Analysis

Whitecaps unshackled: Vancouver shows signs of a more explosive potential

Anne-Marie Sorvin-USA TODAY Sports

The tension between a talent-laden squad and a conservative approach erupted for a lopsided win in MLS' knockout road.

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Vancouver Whitecaps, MLS Cup champion? Don't count on it, although thanks to Western Conference mediocrity, this might be the best chance British Columbia's side has seen. At least since two years ago, and remember the disappointment that was?

The Whitecaps haven't had a particularly distinct profile since joining MLS, but in 2015, they seemed to take a big leap toward Major League Soccer's elite: 16 wins; second in the West; third in the Supporters' Shield chase.

It wasn't the start of something good, it turned out, and there's no certainty this year will be, either. Yet however things play out over the next six weeks -- and notwithstanding how they lost their grip on the top seed in the West -- this season has been rather a triumph. Carl Robinson has wrung nearly everything possible from his roster and conservative tactics, and Wednesday night's 5-0 rout of visiting San Jose has the 'Caps perhaps two Cascadia home-and-homes from the MLS Cup title game.

That's a long way off. Seattle, the conference semifinal foe, is a far more dynamic and dangerous side. Top-seeded Portland, which could await in the conference final, is just as capable, maybe more so. Vancouver isn't expected to advance any further, but if you're looking for the team most likely to shred expectations en route to Dec. 9, look no further.

Robinson prizes strong, organized defense, and that informs the Whitecaps, who have eschewed pretty soccer for something more effective. That's the path they took two years ago, too, but this team might have a bit more now, with Yordy Reyna's presence in the middle and a defensive unit that's gotten better with Stefan Marinovic's arrival.

Vancouver knows what it does best and works hard to perfect it. The 'Caps, when they're in form, sit and counter as well as anyone in MLS. They keep things tight at the back, then explode on the break behind Reyna, Fredy Montero and a talented group of wide players.

The Whitecaps' consistency has been impressive. They've lost successive games just once, back in March, and used a 9-3-3 tear from July 5 to the end of September to climb from seventh to first in the West. No Western foe won more games, and Vancouver finished just one win and one point shy of the club MLS records set two years ago. Until Wednesday night, it’d never won an MLS playoff game.

Montero spearheading Vancouver's arsenal. (Anne-Marie Sorvin-USA TODAY Sports)

Montero spearheading Vancouver's arsenal. (Anne-Marie Sorvin-USA TODAY Sports)

The direct game can be effective, but it's also limited, and the Whitecaps' reliance on counter attacking and set pieces leaves them with a lower ceiling. They play virtually without possession: barely more than 41 percent this season, the lowest figure anybody has posted since Vancouver joined the league in 2011.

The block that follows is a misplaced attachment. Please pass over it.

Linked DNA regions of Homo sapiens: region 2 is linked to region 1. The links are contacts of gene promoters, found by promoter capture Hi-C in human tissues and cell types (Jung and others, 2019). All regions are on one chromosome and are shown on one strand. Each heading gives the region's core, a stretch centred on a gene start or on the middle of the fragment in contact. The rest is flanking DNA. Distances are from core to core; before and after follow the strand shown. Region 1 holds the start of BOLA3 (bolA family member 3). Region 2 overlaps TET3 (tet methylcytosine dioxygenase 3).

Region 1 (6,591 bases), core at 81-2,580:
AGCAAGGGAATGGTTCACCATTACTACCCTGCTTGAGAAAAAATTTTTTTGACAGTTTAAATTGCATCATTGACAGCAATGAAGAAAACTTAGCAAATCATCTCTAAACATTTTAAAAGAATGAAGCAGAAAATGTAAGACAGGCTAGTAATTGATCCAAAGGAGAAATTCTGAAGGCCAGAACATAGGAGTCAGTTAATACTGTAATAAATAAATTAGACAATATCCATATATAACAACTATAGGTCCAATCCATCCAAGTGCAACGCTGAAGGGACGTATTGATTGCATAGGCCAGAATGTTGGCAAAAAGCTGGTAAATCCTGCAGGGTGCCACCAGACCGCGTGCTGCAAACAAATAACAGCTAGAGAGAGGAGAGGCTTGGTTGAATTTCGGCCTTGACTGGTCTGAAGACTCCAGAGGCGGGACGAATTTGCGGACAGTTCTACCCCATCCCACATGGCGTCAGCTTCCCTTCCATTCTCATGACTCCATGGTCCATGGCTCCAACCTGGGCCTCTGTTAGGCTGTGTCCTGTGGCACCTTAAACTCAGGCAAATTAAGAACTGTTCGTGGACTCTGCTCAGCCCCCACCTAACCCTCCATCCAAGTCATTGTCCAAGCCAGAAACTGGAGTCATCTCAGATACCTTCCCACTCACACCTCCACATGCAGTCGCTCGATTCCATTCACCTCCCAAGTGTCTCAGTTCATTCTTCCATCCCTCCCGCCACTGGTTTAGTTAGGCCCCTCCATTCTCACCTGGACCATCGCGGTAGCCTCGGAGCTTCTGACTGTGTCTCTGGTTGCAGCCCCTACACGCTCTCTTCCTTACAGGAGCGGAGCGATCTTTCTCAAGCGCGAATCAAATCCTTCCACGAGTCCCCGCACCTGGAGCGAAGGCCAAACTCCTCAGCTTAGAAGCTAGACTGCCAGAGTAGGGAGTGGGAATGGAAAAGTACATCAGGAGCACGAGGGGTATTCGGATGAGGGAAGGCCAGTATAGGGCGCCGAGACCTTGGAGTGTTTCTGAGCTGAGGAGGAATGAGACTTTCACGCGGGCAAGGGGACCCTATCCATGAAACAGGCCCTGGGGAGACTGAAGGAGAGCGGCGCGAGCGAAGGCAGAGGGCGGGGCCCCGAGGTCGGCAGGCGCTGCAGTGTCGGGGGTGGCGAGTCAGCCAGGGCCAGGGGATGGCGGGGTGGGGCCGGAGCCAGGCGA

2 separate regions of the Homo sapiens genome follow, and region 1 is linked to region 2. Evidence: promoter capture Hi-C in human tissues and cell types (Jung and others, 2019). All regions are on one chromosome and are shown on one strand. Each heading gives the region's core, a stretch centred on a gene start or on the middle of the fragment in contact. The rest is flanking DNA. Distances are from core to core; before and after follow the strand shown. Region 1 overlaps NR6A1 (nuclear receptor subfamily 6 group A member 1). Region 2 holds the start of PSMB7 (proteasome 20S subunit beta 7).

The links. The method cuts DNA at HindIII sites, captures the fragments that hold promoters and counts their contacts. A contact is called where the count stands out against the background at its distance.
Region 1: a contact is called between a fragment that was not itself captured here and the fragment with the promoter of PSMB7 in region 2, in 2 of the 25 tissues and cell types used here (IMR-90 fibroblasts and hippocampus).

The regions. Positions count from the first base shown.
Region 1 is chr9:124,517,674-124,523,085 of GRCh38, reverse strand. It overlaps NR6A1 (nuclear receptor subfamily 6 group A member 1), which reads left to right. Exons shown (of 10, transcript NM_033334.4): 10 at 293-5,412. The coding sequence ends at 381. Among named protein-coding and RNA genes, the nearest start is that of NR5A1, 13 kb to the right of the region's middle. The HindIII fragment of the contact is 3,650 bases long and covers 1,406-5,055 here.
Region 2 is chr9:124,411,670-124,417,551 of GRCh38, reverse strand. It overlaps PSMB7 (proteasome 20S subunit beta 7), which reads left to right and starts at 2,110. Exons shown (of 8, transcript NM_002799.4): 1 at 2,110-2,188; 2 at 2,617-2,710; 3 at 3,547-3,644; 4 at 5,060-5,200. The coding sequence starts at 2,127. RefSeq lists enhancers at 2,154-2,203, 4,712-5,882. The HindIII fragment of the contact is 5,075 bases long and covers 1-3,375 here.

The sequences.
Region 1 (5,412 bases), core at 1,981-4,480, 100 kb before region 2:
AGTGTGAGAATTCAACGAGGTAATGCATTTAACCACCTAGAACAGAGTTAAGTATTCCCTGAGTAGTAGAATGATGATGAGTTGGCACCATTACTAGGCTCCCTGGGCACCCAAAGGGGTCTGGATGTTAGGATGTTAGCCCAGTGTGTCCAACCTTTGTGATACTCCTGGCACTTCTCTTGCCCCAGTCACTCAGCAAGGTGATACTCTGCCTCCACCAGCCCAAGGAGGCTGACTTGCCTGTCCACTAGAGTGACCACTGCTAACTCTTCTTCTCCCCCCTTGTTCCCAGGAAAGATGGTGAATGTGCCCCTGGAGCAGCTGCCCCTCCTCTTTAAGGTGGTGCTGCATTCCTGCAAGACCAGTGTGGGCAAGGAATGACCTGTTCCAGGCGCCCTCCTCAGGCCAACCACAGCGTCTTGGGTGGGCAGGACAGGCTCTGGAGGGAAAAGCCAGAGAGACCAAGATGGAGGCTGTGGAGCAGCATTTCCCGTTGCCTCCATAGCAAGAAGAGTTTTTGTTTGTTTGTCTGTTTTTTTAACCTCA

Success requires stout defense, and the Whitecaps have been decent, considering so much of their time is spent fending off opposition possession. The in-season acquisitions of holding midfielders Tony Tchani and Aly Ghazal helped things, and Kendall Waston, now 29, has grown as a center back. He's not so reckless, isn't a yellow (or red) card waiting to happen. And although Marinovic, a New Zealander who arrived in July from Germany, has been alternating in the nets with David Ousted, he's clearly the future.

Most pivotal has been Reyna, a Peruvian playmaker who was out until July after suffering a foot injury during preseason. He's brought a different level of creativity to the attack, and when he's sharp, Montero gets chances to score. Cristian Techera's presence, too, is vital. Vancouver is 19-0-8 when he scores or assists a goal.

The Whitecaps need more of that kind of creativity, but we've not seen enough of it from Techera, Christian Bolanos or Nicolas Mezquida, who are all capable. Or from Alphonso Davies, who has preternatural presence for a kid who's about to turn 17. That leads to the larger question facing Vancouver, whether or not it does anything more this postseason.

What kind of team do the Whitecaps want to be? What is their aim, beyond the obvious? Everyone wants to win trophies.

Vancouver has some very skilled attacking players who might flourish in a more dynamic system, and the addition of another player or two who know how to carve up opposing defenses could have a sea-change impact. If the 'Caps are going to go in that direction, and there's no sign they will under Robinson, now's the best time to get started.

The core here is young. Reyna, Techera, Mezquida, Ghazal, midfielders Matias Laba and Russell Teibert, forward Bernie Ibini, and defenders Tim Parker and Jake Nerwinski are 25 or younger. Davies has three years left as a teenager. Waston, Tchani and Brek Shea are in their primes.

There's a good foundation to build upon. Now let's see what Vancouver will do with it.

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